What Is Methamphetamine Use Disorder?
Methamphetamine is a powerful and highly addictive stimulant that directly affects the central nervous system. The common illegal form of this stimulant is crystal methamphetamine, which appears like glass fragments or shiny, bluish-white rocks. It is chemically similar to amphetamine, a drug used to treat ADHD and narcolepsy, a sleep disorder.
It is taken in forms such as:
- Swallowing in pill form
- Injecting a powder that has been dissolved in water or alcohol
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It is common for individuals to often take repeated doses in a “binge and crash” pattern due to the euphoric high from the drug which both starts and fades quickly. In some cases, people take the drug in a form of binging known as a “run”, which means they give up food and sleep while continuing to take the drug every few hours for up to several days.
Methamphetamine increases the brain’s natural amount of chemical dopamine. Dopamine is a key component in body movement, motivation, and reinforcement of rewarding behaviors. The drug’s ability to increase levels of dopamine at a rapid pace in reward areas of the brain strongly reinforces drug-taking behavior, making the user want to repeat the experience.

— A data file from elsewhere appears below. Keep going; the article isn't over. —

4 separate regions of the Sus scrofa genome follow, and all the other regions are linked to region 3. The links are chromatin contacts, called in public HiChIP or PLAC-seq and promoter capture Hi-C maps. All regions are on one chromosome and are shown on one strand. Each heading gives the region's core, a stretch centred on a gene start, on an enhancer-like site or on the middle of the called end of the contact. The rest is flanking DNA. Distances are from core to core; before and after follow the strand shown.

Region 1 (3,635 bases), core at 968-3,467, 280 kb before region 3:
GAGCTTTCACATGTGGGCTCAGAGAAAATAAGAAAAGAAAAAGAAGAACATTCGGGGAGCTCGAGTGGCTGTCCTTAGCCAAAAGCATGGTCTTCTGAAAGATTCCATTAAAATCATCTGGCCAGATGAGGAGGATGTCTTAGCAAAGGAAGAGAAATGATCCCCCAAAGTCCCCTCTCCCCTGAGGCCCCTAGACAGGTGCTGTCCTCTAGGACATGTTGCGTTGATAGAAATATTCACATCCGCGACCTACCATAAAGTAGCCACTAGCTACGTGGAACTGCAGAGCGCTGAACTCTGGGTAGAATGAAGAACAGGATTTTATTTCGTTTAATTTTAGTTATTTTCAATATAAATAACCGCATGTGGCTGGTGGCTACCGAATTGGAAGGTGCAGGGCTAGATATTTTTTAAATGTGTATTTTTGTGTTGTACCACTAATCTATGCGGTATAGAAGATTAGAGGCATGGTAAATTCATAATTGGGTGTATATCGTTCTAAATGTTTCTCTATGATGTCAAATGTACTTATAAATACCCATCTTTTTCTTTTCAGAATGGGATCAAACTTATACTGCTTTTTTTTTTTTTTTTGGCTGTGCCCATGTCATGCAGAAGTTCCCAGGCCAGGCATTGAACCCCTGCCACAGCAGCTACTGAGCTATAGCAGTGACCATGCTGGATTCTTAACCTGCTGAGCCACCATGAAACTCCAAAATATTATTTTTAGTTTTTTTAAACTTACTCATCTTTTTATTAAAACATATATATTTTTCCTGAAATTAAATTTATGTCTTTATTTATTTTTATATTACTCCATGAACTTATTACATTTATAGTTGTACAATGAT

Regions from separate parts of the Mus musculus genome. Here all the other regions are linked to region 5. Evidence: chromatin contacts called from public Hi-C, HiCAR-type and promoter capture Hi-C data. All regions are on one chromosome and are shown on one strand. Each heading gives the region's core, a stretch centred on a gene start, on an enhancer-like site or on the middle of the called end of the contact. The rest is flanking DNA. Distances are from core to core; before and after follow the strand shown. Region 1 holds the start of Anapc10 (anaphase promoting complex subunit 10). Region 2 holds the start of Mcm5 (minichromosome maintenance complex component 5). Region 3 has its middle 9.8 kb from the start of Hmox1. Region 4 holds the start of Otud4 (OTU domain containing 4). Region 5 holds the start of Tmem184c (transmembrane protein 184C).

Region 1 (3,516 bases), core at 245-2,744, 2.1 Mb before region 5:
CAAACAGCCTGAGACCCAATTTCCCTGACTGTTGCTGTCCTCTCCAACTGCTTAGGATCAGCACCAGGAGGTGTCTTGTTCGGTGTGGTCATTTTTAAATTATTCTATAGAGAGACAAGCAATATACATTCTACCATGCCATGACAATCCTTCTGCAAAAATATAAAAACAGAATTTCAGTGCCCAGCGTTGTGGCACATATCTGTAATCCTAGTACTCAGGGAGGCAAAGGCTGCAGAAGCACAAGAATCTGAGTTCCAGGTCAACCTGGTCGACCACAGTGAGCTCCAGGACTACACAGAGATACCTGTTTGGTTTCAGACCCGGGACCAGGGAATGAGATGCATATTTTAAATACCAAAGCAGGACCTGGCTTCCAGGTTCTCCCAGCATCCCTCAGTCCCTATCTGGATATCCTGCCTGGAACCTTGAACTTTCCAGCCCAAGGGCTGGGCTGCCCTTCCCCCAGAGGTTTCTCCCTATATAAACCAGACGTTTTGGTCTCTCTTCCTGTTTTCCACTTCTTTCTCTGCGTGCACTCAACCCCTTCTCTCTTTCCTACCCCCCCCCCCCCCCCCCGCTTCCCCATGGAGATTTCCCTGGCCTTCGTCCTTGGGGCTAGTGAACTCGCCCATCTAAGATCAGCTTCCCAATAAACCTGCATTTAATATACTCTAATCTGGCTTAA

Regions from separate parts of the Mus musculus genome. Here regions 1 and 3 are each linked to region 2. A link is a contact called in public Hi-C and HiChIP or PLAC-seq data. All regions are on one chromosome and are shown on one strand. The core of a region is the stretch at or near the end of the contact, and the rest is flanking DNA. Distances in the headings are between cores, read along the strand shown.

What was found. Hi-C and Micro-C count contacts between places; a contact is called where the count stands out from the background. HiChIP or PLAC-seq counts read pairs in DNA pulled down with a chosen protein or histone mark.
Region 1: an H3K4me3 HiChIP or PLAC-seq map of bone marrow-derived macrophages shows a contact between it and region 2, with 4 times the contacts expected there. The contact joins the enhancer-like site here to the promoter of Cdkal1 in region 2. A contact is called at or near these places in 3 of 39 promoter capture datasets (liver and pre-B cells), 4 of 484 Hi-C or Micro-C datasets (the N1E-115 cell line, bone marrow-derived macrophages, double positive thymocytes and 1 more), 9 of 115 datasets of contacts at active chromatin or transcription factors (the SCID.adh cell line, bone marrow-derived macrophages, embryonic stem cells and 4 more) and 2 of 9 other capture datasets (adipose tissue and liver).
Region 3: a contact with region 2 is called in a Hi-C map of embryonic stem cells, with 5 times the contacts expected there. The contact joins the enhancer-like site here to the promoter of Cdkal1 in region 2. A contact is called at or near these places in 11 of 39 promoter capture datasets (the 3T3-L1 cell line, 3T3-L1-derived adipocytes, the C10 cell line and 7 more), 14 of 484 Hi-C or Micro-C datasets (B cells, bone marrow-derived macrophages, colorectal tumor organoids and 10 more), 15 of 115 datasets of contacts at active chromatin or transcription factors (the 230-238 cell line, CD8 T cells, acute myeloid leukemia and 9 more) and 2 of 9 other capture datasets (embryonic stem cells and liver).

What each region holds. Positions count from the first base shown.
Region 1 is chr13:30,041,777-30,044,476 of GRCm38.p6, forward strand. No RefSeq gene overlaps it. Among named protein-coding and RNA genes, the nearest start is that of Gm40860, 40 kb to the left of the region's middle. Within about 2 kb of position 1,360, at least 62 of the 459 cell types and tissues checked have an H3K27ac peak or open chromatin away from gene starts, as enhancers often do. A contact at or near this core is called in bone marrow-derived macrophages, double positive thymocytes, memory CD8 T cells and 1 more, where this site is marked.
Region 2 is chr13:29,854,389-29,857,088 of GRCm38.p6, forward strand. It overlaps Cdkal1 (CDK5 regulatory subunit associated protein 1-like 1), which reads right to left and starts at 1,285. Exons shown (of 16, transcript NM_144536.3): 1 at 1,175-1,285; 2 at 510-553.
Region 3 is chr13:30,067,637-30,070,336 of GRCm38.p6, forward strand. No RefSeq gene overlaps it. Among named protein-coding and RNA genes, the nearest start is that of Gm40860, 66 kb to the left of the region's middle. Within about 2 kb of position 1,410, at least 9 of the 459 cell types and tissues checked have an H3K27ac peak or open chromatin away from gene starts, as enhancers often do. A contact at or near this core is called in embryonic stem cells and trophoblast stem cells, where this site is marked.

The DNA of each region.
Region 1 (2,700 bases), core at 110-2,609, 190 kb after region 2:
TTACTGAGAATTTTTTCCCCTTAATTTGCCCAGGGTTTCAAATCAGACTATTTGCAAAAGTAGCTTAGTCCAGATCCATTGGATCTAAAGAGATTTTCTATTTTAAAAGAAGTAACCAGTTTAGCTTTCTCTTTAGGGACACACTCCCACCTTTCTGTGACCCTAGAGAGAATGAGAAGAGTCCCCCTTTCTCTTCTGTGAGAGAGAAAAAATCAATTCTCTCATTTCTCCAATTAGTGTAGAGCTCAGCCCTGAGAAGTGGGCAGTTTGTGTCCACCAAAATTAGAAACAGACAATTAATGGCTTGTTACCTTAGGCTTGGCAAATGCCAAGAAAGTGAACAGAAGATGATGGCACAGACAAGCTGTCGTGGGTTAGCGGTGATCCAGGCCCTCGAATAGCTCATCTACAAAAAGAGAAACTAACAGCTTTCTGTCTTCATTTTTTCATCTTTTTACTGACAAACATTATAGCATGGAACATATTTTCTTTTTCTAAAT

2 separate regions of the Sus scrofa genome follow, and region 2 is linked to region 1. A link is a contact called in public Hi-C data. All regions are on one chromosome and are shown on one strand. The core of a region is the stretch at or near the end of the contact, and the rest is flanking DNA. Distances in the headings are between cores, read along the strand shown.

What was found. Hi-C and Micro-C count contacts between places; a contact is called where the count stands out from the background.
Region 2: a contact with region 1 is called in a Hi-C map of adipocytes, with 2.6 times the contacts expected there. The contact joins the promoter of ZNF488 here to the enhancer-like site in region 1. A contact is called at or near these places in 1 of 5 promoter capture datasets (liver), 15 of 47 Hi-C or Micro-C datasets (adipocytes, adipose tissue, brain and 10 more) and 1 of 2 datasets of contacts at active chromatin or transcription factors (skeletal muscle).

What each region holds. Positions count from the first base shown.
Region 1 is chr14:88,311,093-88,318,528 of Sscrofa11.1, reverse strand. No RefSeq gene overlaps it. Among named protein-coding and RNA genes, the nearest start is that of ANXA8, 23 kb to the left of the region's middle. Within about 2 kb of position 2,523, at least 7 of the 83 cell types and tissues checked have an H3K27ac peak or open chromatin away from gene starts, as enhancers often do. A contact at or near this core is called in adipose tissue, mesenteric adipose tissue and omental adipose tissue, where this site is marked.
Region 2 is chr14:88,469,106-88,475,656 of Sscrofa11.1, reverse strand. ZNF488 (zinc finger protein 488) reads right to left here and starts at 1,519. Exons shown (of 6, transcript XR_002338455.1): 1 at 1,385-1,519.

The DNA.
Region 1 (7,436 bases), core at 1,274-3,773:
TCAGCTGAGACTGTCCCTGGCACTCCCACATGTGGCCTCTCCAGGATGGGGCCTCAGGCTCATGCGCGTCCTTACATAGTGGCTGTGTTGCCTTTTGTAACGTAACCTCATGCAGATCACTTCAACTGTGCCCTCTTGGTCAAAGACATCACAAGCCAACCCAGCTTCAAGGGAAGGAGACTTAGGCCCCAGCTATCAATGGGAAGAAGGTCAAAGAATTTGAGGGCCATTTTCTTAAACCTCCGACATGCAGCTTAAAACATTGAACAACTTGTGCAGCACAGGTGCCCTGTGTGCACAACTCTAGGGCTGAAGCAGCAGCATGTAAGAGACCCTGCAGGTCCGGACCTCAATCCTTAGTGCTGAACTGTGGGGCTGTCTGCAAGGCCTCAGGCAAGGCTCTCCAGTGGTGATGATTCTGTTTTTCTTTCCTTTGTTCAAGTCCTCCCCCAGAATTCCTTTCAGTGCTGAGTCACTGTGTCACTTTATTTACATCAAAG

Signs of Meth Addiction
Methamphetamine use disorder has its hold on more and more Americans every year. The drug itself creates lasting side effects, and the addiction can take over your central nervous system. Tolerance increases with continued methamphetamine use, meaning you have to consume more to feel the same effects. After a while, it can feel like you need the drug to function at all.
The dangers of meth addiction give this substance one of the highest rates of overdose deaths. People experiencing methamphetamine use disorder might show any of the following signs:
- Disinterest in usual hobbies, friendships or personal goals
- Failed attempts to quit using
- Giving up normal responsibilities
- Withdrawal symptoms when not using
- Extreme weight loss